Convict Histories

Jeremiah Prior (or Pryor) (c1833-1897) (Reg. No 7514)

By Irma Walter, 2021.

[Note: Convicted as ‘Pryor’, but often recorded as Prior.]

The Lord Dalhousie left Portland on 19 September 1863 and arrived at Fremantle on 28 December. Of the 270 convicts onboard, 41 of them had been convicted at Courts Martial at various British Empire military bases.[1]

One of them was Jeremiah Prior, aged 28 years, a soldier and tailor in the 21st Regiment, based in Barbados at the time of his conviction in 1861. He was charged with resisting arrest after ‘offering violence to his Superior Officer then and there in the execution of his office’. He was found guilty of the offence at a Court Martial on 30 April 1861, and with two previous Courts Martial for drunkenness, he was sentenced to 20 years’ transportation. A letter attached to his sentence stated that he was ‘to be sent back to his regiment should he be released at any time’. Confirmation that this order was later cancelled appears in a letter dated 25 July 1863, written by the Governor of Chatham Prison.[2]

Prior’s prison record was as follows:

Barbados – 18 weeks.

Onboard Sylph – 37 weeks.

Millbank – Received 25 June 1861 – 14 weeks. Conduct Good.

Pentonville – Received 9 July 1861 – 7 months & 23 weeks. Conduct Exemplary.

Chatham – Received on 5 March 1862 – 14 months. Conduct Exemplary.

Portsmouth – Received on 23 July 1863 – Separate Confinement.

Total period spent in Separate Confinement – 2 years, 4 months and 15 days. Visited by his friends prior to embarkation to Western Australia.[3]

His Record in Western Australia

Prior was described as a former factory hand, single, aged 31, 5’8” tall, with black hair, light blue eyes, an oval face, a ruddy complexion and middling stout in build. He had a scar on his upper lip.[4] His property consisted of a hymn book and tract, two pairs of scissors, five thimbles and a certificate.[5]

He earned remission for good behaviour on the voyage, and more points as a constable in charge of work gangs. After his release on Ticket of Leave he spent most of his life in Bunbury, working as a tailor, starting out as an employee of a former convict John Buchanan (alias Mainwaring)[6]. Unfortunately Prior’s record shows him to be an alcoholic, frequently in trouble with the Bunbury police. The Resident Magistrate for that district kept a strict eye on former convicts such as Prior –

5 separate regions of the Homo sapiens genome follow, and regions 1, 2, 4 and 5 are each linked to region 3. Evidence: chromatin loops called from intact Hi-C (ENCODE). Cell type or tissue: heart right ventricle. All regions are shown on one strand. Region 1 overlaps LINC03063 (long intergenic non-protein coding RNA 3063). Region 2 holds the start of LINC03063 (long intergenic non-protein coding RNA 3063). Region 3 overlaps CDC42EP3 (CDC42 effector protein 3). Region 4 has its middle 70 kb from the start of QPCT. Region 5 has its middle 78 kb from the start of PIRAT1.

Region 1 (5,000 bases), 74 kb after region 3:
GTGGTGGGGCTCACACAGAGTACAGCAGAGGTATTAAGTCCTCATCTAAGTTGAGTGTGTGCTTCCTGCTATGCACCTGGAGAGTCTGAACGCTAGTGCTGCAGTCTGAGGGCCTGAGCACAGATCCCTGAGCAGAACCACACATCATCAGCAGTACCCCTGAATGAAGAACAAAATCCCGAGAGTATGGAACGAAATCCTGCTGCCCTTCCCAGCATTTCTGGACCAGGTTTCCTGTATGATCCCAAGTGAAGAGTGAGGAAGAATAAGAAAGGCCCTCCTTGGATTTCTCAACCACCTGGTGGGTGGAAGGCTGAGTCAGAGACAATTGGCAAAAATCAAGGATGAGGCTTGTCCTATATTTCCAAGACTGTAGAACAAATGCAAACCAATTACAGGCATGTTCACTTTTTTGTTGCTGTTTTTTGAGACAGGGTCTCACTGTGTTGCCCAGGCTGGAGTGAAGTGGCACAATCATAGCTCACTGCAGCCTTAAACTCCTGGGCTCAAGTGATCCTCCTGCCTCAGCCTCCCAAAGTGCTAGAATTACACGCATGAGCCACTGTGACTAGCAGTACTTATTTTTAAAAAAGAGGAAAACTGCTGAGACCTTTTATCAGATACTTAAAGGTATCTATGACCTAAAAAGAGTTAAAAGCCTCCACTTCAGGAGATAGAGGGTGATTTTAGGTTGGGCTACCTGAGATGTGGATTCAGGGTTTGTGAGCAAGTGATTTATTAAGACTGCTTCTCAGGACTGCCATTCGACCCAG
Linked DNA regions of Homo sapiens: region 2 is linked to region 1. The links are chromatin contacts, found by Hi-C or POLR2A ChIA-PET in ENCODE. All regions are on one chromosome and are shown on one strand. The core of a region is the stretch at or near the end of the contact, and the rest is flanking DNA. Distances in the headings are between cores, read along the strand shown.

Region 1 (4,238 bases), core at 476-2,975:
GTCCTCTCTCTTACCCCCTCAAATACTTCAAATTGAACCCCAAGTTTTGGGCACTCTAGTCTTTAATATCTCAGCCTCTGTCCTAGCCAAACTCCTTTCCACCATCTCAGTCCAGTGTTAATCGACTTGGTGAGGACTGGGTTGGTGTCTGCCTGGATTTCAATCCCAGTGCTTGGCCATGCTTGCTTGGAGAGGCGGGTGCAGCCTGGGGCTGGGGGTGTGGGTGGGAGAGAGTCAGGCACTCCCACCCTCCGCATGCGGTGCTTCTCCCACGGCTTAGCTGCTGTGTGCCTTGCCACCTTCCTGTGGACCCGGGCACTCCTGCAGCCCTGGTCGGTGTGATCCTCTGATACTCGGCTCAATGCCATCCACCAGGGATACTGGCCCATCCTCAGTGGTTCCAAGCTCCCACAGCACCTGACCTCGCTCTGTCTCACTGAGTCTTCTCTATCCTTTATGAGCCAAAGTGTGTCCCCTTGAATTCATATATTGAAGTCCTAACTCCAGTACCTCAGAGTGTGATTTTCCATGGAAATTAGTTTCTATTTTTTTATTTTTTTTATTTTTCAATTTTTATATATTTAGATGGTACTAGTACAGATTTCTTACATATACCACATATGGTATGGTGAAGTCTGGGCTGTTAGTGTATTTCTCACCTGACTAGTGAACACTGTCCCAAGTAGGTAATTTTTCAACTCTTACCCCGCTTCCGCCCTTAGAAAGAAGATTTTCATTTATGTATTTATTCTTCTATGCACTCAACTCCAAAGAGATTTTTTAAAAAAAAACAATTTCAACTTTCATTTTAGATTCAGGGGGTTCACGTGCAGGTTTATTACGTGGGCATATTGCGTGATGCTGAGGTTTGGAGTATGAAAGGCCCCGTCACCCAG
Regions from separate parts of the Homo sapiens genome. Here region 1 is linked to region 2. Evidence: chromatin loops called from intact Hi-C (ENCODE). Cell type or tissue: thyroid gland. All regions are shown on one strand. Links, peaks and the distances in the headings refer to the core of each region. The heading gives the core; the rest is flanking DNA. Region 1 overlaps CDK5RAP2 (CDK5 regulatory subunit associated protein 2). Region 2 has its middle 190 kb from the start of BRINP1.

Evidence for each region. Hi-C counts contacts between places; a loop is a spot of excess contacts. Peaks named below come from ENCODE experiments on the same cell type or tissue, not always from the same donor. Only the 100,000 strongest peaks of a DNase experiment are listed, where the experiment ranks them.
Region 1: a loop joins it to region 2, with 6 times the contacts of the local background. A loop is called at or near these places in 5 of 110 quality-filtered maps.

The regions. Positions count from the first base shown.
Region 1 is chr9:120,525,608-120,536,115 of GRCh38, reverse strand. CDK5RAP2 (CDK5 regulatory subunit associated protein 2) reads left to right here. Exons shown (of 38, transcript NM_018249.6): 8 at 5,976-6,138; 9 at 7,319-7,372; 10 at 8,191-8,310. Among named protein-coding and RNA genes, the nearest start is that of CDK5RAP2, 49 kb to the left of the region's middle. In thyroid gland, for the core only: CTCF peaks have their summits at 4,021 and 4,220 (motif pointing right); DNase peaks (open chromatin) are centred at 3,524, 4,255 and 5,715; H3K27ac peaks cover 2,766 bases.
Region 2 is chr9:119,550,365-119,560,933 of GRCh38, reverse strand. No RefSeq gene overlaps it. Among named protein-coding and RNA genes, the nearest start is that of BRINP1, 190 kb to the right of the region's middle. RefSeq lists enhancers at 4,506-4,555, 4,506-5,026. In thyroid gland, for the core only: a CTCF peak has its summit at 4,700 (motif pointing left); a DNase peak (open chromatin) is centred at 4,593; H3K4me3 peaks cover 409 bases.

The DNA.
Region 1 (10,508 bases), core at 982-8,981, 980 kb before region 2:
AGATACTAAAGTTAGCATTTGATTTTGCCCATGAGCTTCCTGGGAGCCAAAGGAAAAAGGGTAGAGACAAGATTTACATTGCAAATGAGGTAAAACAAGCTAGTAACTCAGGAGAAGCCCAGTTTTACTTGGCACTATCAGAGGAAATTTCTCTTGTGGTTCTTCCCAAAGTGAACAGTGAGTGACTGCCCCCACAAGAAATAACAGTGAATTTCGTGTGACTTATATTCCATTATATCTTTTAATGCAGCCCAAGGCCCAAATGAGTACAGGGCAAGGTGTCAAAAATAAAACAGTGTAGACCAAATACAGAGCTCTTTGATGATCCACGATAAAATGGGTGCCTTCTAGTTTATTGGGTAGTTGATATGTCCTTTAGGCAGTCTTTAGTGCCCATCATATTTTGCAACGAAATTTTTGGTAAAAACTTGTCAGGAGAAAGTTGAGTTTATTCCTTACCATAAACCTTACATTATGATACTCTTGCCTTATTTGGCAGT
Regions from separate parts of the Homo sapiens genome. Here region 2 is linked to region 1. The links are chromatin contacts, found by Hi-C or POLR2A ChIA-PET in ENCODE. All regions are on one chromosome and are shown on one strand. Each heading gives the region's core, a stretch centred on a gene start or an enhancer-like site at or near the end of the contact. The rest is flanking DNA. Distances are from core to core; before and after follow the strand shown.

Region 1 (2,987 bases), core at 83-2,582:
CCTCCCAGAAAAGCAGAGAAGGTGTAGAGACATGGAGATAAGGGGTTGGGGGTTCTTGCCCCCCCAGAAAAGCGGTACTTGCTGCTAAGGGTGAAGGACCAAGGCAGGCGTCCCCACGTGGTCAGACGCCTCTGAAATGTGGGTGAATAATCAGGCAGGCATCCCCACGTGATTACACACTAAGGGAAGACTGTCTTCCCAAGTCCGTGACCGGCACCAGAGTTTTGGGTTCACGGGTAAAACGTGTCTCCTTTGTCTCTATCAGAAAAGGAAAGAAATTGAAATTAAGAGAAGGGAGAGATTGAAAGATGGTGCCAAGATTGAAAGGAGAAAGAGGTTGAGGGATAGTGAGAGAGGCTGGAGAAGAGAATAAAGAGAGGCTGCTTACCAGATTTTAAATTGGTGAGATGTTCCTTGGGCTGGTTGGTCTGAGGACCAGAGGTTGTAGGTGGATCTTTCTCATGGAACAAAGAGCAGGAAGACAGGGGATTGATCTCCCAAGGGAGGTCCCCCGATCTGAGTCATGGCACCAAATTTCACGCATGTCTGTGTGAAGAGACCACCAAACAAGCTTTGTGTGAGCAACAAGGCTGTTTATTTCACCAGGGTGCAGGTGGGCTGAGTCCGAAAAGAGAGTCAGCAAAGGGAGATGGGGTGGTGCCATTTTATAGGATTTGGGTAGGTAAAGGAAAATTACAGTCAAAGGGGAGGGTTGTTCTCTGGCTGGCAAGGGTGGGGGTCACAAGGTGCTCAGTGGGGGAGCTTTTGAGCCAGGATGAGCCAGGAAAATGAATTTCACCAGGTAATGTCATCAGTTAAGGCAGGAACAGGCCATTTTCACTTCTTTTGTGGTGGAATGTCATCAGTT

8/12/66 – Employed as a tailor by John Buchanan for 60/- per month at Bunbury. [Quite a good rate of pay. Prior’s training while in military service served him in good stead.]

2/12/66 – Drunk and using obscene language – fined 5/-.

12/12/66 – His Ticket of Leave was sent to Bunbury.

13/12/66 – His police record was sent to Bunbury.

31/12/66 – In Bunbury Depot.

31/12/ 66 – Employed by John Buchanan at same rate.

30/6/67 – Ditto.

16/12/67 – Ditto.

30/12/67 – Ditto, 20/- per week.

30/6/68 – Ditto, 30/- per week.

31/12/68 – Ditto, 20/- per month.[7]

The following advertisement indicates that John Buchanan and Jeremiah Prior were in partnership in the Bunbury tailoring business up until the end of 1868. It was probably Prior’s excessive drinking that led to the break-up –

Dissolution of Partnership. J. Buchanan & Co., Tailors, &c., Bunbury. THE partnership hitherto existing between the undersigned, trading under the above title, is at this date by mutual consent, dissolved. Witness our hands this 18th day of August, 1868. JOHN BUCHANAN, JEREMIAH PRYOR. Signed and delivered in my presence this 18th day of August, R. Teede. 1868.

N.B.— All persons indebted to the late firm are requested to settle their accounts before the 1st January, 1869, and all counter claims must be sent in before that date.[8]

From that time Prior’s drinking problem became worse –

16/2/70 – RM Bunbury – Drunk and frequenting Public Houses, leading a dissolute life – Seven days’ Hard Labour.

20/10/71 – Drunk – fined 5/-.